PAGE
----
Tell the public the truth about anti-Tory pact, says Sajid Javid

Tell the public the truth about anti-Tory pact, says Sajid Javid after apparent Lib-Lab alliance deals Boris Johnson a double by-election blow

  • Sajid Javid issued the challenge after tactical voting on an ‘industrial scale’
  • Senior Conservatives said opposition parties needed to be honest with voters
  • Two parties did little campaigning in the constituency they were not targeting
  • Labour and the Liberal Democrats must ‘come clean’ over whether they have an electoral pact, a Cabinet minister said last night.

    Sajid Javid issued the challenge after tactical voting on an ‘industrial scale’ handed the Government a double by-election defeat.

    Senior Conservatives said opposition parties needed to be honest with voters after the Lib Dems snatched Tiverton and Honiton and Labour retook Wakefield.

    The two parties did little campaigning in the constituency they were not targeting – and both did so badly they lost their deposits there. Tory co-chairman Oliver Dowden resigned yesterday morning, saying someone had to ‘take responsibility’.

    But Health Secretary Mr Javid said: ‘Keir Starmer and the Lib Dems must come clean to the public about any electoral pact.

    ‘A Starmer-led government propped up by the Lib Dems and SNP would break up our Union, and take our economy backward when we can least afford it. We must not allow that to happen which is why we need to unite and drive forward our agenda to deliver for the British people.’

    Sajid Javid issued the challenge after tactical voting on an ¿industrial scale¿ handed the Government a double by-election defeat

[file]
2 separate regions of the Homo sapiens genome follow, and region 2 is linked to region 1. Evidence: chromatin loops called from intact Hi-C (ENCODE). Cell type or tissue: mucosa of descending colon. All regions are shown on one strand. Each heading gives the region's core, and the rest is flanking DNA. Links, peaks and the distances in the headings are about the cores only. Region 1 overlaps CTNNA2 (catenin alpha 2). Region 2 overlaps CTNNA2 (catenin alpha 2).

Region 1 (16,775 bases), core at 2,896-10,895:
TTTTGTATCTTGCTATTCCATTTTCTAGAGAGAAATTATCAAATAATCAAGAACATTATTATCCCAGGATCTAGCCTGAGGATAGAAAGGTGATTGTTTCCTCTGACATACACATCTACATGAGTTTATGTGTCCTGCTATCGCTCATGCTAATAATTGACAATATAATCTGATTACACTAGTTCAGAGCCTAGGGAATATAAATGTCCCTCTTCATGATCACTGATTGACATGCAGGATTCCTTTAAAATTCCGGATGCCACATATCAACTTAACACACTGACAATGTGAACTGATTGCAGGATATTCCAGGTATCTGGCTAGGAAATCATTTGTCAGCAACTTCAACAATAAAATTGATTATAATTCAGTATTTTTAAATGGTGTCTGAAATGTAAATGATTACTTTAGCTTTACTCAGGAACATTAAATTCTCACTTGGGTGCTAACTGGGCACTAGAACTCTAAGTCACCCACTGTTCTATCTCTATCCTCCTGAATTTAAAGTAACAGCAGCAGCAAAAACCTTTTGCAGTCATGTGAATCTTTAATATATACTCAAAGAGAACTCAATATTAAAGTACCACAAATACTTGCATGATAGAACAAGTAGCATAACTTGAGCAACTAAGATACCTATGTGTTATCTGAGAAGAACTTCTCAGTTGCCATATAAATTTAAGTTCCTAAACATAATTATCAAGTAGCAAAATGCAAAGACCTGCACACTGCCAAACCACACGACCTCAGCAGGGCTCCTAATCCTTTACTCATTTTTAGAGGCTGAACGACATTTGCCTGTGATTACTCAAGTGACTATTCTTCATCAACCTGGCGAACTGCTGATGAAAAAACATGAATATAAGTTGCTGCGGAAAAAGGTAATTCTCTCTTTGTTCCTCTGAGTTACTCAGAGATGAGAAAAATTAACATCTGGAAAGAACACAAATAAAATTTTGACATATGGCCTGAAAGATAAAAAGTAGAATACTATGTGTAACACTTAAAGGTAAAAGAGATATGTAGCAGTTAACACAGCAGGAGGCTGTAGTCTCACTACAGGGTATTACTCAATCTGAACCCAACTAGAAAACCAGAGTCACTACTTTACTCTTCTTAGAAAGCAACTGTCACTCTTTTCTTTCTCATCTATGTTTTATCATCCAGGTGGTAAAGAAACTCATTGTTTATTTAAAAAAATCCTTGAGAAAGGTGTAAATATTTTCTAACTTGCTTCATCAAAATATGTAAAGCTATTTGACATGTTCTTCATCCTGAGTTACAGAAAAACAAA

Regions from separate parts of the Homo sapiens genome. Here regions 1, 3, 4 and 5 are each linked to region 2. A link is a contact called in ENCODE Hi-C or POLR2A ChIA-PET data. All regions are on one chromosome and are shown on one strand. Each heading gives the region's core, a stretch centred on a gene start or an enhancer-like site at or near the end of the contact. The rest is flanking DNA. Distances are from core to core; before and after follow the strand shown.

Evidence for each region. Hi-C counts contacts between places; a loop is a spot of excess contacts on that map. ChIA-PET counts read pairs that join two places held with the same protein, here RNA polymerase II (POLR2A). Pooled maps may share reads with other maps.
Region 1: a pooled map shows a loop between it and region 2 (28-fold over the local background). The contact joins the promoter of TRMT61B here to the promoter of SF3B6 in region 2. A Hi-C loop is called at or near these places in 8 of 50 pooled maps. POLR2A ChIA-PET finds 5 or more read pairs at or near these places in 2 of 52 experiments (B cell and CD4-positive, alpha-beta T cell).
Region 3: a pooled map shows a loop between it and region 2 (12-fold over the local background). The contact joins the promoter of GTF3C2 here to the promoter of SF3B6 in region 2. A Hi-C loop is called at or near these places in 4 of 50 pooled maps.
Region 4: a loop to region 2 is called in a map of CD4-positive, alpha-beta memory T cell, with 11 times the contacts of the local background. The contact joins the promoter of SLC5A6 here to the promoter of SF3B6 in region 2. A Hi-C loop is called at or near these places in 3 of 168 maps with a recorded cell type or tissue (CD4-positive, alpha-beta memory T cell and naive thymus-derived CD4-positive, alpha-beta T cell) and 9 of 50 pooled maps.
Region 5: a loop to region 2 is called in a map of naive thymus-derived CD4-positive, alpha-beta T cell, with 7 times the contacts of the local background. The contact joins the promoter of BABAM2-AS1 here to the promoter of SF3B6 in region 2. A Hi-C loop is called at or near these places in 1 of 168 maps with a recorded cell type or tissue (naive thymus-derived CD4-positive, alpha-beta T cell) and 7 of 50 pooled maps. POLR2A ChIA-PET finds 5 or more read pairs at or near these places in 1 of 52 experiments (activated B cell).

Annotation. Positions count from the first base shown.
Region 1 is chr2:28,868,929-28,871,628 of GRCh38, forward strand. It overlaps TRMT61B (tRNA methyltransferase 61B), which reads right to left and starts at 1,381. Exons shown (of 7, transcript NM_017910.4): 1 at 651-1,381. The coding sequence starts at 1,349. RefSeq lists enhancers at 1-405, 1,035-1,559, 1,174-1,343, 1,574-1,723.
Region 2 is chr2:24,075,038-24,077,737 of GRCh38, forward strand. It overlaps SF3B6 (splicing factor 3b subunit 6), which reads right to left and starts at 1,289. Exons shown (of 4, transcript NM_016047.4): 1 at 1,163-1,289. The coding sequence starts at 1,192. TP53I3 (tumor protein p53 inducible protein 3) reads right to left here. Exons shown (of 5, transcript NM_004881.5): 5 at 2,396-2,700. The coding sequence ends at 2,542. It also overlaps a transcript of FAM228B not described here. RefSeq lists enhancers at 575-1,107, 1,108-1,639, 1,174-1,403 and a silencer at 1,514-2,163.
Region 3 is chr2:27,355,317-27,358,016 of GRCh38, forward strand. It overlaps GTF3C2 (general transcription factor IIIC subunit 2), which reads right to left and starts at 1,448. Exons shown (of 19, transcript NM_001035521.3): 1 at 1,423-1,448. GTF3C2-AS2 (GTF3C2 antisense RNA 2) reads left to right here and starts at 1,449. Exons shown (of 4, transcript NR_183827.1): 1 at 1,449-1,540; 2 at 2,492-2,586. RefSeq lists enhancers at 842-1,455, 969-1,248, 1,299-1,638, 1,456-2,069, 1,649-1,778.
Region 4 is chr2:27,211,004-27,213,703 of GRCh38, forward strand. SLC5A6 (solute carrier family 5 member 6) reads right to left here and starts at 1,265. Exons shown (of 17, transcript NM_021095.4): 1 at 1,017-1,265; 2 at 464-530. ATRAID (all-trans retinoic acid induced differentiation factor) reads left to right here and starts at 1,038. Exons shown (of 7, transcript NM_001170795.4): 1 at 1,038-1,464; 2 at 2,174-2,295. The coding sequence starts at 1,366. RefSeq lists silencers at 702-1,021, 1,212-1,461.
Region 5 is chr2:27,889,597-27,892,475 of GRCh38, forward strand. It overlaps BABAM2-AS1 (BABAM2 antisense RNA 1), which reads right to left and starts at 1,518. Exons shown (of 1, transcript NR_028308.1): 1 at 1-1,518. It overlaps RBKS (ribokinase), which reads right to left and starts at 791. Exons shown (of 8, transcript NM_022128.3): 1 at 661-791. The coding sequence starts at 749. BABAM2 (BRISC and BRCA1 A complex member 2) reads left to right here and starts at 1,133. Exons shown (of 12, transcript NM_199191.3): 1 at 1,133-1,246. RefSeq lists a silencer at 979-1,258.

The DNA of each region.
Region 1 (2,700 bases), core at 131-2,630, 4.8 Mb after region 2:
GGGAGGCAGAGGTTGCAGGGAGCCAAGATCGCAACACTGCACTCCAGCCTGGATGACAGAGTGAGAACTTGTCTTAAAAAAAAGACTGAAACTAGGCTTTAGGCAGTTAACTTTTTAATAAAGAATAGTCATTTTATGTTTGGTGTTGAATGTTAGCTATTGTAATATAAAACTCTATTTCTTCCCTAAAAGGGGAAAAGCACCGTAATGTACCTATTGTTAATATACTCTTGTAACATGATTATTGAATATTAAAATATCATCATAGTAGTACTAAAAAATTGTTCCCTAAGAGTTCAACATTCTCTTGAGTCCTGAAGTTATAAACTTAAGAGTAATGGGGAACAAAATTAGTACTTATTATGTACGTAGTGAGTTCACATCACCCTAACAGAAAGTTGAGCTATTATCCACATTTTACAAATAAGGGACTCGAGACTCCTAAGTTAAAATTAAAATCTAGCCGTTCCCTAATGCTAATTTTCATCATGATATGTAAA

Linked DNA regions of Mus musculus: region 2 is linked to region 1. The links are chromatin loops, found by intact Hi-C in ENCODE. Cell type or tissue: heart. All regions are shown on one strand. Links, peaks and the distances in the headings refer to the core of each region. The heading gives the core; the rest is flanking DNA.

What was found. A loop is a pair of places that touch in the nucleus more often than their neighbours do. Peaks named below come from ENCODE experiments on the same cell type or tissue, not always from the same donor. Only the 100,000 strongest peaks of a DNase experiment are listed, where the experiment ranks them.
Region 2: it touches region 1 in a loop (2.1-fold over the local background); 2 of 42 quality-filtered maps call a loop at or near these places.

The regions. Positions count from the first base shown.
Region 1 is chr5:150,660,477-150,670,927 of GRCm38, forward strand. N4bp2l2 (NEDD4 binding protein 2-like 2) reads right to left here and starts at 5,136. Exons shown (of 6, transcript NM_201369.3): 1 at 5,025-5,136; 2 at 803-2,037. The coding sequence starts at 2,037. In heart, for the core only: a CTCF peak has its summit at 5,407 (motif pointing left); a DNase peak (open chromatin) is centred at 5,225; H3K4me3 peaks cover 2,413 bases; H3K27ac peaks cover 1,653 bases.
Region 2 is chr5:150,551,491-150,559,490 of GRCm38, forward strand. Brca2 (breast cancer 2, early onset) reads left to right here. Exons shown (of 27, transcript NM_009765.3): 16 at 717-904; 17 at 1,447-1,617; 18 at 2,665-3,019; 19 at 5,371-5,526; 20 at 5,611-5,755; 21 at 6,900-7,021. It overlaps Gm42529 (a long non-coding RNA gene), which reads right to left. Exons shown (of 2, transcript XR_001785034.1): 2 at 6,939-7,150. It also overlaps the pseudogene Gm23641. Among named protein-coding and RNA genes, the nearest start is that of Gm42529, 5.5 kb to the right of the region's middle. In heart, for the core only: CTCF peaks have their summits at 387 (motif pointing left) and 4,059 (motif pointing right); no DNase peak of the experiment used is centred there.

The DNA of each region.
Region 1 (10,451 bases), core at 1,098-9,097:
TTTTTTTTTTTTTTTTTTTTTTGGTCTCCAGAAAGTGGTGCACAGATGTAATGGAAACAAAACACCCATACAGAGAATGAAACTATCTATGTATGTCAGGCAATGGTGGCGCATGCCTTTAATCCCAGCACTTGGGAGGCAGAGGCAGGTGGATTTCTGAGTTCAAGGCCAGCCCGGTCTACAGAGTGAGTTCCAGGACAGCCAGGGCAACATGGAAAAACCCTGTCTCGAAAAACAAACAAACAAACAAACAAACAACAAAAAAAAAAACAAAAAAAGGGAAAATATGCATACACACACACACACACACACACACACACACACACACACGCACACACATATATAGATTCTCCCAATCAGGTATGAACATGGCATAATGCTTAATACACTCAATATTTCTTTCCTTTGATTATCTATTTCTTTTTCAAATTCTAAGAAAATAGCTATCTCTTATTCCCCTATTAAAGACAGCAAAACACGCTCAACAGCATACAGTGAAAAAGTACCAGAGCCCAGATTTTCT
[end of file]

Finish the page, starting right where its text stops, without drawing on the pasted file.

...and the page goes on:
Sajid Javid issued the challenge after tactical voting on an ‘industrial scale’ handed the Government a double by-election defeat

    Attorney general Suella Braverman told the BBC: ‘It’s disappointing to see that there’s a dishonest electoral pact between the Lib Dems and Labour.’

    Her warning came as:

    • Cabinet colleagues warned Boris Johnson he must start delivering if he is to get the party out of its slump; 
    • His supporters and opponents geared up for a battle over changing the Tory party’s rules to allow another confidence vote in his leadership; 
    • Mr Dowden used his resignation letter to say that Conservative supporters were ‘distressed and disappointed’ – but pointedly failed to back the PM;  
    • Experts warned Sir Keir that Labour was not on track to win an outright majority at the next election; 
    • Former Tory leader William Hague urged Cabinet members to consider resigning and warned the party was ‘potentially heading for a disaster’;